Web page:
editors note: In the economy of the Berkshires, nonprofit organizations play a major role. Board membership offers opportunities for investment of your time, your expertise, and your money. This is the second of two articles that explore what you should consider before you join a nonprofit board.
Being invited to join the board of a nonprofit organization is flattering and exciting. The genesis of the invitation often is multifaceted and can include an acknowledgment of your prior service as a volunteer, a strategic alignment based on your business or professional skills and affiliations, your standing within the community being served, and your ability to support its fundraising efforts. .
In my previous article on joining a nonprofit board, I discussed the requisite elements of mutual attraction and mutual expectations between you and the nonprofit (the three W’s: “work, wealth, wisdom”). Once you are past the initial flattery stage, it is important to conduct a hard-nosed review of the organization, as you would when considering commercial employment, prior to agreeing to serve as a director.
Chemistry with the chair and employees
To expand upon my “commercial employment” analogy, think of the process of joining a board as a reverse job interview. Without a great working relationship with the board’s chair, your board service will be an ineffective and miserable experience. I want to emphasize “working relationship” as you likely already have some degree of a personal relationship with the chair or you wouldn’t have been offered a seat. In life, we’ve all had friends whom we like personally, but wouldn’t want to work with (or for.) You should speak with current and past directors to learn of the chair’s management style.
It’s never fun working with an autocratic boss, or a completely disorganized boss – even more so when you’re volunteering your services. Board meetings should be reasonably structured, while allowing for flexibility, and encouraging director input. If you still have meaningful doubts about the chair’s management style after speaking with other directors, it would be in everyone’s best interest to pass on the invitation to join the board. Besides considering your own comfort, high board turnover reflects poorly on an organization.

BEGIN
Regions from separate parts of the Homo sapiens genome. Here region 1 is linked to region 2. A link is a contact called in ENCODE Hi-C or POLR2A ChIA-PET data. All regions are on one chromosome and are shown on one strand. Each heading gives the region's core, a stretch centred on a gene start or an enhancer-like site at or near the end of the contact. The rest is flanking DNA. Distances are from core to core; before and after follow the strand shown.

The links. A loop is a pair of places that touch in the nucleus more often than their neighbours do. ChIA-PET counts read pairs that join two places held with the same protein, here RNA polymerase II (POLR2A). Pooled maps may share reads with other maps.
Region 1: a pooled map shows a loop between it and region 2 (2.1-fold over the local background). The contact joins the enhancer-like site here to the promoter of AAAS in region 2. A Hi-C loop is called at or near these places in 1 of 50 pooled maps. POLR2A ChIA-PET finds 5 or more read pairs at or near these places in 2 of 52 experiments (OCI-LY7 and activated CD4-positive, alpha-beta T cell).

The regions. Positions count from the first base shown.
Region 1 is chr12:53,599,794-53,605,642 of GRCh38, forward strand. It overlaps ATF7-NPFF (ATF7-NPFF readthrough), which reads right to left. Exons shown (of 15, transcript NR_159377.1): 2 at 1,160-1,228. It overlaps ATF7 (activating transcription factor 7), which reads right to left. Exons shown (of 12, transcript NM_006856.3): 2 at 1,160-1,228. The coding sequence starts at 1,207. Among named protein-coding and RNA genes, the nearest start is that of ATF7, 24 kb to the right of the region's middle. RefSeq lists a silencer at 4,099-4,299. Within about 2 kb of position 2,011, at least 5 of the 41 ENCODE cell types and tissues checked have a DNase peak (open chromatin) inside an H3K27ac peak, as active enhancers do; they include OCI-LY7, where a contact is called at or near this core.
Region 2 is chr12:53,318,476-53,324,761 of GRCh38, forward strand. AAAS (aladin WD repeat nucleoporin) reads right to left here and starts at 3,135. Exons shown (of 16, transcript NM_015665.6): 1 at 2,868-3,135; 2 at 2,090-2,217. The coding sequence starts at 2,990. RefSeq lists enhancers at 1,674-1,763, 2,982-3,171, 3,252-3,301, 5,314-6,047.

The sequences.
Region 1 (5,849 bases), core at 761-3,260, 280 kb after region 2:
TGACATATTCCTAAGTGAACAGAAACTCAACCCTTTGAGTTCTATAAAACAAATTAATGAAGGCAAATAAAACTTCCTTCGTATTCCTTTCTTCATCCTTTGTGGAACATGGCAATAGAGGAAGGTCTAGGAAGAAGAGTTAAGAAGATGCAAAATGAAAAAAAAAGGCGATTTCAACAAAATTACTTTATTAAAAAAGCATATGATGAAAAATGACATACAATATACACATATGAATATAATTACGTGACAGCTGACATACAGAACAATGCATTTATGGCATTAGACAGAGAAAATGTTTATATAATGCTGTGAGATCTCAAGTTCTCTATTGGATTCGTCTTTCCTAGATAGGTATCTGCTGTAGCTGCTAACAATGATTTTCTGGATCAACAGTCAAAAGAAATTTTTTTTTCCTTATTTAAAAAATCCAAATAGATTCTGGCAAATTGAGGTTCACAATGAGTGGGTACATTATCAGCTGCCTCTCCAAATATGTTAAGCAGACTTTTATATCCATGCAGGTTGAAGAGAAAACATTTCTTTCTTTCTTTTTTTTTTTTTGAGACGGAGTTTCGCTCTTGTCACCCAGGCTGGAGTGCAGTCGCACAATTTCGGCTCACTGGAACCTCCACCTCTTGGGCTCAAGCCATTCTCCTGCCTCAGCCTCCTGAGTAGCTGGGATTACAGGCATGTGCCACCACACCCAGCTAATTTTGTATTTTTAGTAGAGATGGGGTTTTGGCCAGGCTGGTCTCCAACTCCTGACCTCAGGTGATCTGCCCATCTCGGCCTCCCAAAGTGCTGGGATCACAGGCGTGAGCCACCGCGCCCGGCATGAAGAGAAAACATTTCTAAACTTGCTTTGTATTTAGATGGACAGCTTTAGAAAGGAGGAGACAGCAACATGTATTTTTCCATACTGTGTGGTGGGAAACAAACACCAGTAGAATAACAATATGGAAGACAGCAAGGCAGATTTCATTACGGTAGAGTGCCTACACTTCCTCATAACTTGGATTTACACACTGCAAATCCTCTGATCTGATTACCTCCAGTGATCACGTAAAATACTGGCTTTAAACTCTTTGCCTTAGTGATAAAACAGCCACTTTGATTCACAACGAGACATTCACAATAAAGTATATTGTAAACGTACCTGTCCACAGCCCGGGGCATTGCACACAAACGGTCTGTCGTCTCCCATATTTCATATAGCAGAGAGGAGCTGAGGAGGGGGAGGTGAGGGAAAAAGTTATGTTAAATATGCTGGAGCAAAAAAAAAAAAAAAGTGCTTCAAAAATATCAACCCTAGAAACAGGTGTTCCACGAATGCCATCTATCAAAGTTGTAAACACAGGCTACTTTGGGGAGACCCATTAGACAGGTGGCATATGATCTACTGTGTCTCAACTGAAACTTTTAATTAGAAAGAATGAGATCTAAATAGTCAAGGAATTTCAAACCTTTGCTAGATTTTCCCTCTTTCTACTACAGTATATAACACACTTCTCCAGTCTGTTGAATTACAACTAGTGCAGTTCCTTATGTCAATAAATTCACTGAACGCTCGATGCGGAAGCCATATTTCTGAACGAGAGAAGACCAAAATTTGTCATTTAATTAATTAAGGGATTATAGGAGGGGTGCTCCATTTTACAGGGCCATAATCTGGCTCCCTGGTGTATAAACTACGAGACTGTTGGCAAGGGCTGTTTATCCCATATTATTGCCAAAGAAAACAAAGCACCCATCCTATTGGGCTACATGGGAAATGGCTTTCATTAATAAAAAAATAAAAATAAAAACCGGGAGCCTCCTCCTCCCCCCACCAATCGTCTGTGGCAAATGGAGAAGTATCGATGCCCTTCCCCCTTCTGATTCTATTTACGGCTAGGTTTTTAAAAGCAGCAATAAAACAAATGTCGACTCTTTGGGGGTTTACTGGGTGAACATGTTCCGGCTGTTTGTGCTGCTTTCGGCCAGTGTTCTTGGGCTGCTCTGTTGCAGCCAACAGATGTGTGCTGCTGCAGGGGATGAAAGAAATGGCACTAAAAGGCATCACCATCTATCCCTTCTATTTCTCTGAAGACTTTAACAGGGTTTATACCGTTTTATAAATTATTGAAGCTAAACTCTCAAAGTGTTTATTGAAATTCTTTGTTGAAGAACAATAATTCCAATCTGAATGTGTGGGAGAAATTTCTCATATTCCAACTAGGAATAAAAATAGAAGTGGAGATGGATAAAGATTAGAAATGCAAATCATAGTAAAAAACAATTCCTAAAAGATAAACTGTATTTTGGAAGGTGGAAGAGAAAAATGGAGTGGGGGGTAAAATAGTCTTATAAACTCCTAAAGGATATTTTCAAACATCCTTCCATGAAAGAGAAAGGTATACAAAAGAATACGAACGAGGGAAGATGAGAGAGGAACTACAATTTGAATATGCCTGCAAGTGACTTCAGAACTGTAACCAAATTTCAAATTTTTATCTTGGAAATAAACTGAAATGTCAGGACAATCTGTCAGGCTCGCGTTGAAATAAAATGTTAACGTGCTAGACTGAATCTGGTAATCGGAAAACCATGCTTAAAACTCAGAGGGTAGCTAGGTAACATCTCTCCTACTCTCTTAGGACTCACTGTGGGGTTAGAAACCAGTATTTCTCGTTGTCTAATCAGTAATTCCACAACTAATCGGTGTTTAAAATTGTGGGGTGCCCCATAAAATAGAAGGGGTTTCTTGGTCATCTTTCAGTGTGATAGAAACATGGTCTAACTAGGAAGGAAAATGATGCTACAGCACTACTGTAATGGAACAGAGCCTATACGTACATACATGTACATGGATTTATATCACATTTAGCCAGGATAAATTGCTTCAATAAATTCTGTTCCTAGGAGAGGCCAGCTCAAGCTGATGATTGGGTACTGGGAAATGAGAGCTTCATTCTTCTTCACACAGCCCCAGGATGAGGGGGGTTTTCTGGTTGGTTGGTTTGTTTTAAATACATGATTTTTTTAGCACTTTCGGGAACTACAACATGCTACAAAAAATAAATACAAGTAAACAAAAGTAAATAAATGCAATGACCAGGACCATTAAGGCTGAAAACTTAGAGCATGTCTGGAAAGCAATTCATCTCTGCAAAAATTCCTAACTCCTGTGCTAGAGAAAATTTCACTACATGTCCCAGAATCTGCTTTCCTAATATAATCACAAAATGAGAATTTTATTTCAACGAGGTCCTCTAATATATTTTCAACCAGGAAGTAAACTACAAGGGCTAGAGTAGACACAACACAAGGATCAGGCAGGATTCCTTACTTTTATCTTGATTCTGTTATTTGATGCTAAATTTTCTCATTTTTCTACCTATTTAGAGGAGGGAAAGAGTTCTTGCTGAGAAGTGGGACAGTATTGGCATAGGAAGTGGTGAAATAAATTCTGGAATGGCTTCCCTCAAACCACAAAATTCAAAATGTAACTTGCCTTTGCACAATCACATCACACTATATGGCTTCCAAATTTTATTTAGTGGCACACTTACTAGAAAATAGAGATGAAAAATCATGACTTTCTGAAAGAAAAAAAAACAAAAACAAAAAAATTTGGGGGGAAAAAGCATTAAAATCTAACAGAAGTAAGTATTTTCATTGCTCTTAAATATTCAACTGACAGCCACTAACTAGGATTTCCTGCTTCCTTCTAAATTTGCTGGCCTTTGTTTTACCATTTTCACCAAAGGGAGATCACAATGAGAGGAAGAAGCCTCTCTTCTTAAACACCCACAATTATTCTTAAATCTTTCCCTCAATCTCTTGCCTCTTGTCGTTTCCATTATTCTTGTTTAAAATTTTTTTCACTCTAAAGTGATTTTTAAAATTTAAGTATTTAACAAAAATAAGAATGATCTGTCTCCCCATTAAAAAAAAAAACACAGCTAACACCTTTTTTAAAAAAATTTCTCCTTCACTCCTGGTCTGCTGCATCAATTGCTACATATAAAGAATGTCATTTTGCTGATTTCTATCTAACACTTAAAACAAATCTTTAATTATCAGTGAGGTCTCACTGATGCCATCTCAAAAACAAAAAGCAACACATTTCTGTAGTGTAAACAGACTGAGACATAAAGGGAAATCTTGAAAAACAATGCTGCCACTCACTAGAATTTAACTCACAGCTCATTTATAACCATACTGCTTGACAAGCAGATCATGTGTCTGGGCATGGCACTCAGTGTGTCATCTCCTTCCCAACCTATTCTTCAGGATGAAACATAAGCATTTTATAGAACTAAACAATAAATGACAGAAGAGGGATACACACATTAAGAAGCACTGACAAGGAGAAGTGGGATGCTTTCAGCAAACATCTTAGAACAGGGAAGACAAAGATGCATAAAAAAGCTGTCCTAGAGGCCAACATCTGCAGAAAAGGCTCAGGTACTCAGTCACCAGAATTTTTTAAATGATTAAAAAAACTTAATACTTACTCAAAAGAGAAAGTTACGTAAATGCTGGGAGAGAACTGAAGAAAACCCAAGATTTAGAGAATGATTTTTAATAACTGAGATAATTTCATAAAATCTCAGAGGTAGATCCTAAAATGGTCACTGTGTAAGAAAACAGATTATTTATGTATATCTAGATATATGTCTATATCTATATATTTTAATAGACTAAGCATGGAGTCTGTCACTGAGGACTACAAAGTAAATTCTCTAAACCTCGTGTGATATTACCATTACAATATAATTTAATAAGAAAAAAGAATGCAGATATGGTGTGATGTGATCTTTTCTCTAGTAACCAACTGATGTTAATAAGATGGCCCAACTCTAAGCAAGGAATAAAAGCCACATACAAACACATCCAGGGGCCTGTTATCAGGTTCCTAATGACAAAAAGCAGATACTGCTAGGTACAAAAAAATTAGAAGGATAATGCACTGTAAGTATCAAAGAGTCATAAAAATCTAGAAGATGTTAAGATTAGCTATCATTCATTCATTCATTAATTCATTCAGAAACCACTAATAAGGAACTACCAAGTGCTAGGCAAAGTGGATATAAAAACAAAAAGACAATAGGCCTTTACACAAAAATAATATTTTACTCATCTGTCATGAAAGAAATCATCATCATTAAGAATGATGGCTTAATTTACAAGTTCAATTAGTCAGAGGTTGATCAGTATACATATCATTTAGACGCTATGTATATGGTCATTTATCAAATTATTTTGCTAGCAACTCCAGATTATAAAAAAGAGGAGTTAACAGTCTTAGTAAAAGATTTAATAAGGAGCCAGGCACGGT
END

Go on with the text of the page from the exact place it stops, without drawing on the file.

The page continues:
Unless you are very familiar with the organization, perhaps having served as a volunteer, you will want to tour its facilities and meet its employees. (Of course, some smaller nonprofits may have virtual offices and very few, if any, employees.) You will want an opportunity to ask the staff questions, discuss any turnover issues, and get a sense of employee morale.
You will want to review the organization’s recent financials. Without needing to be a CPA or financial analyst, you still want to develop an understanding, at least in general terms, of the sources of revenues and expenses, and the balance sheet. Does something jump out at you when comparing year-over-year sources of revenues? Are there unusual expenses that should raise questions? Is there a spike in professional fees that might indicate a lawsuit? Can changes in year-over-year liabilities be adequately explained? While going through the financials, ask to see the organization’s strategic plan (hopefully they have one) and the current year’s operating budget. On all these points you need to ask yourself: “Does what I’m reviewing make sense to me?”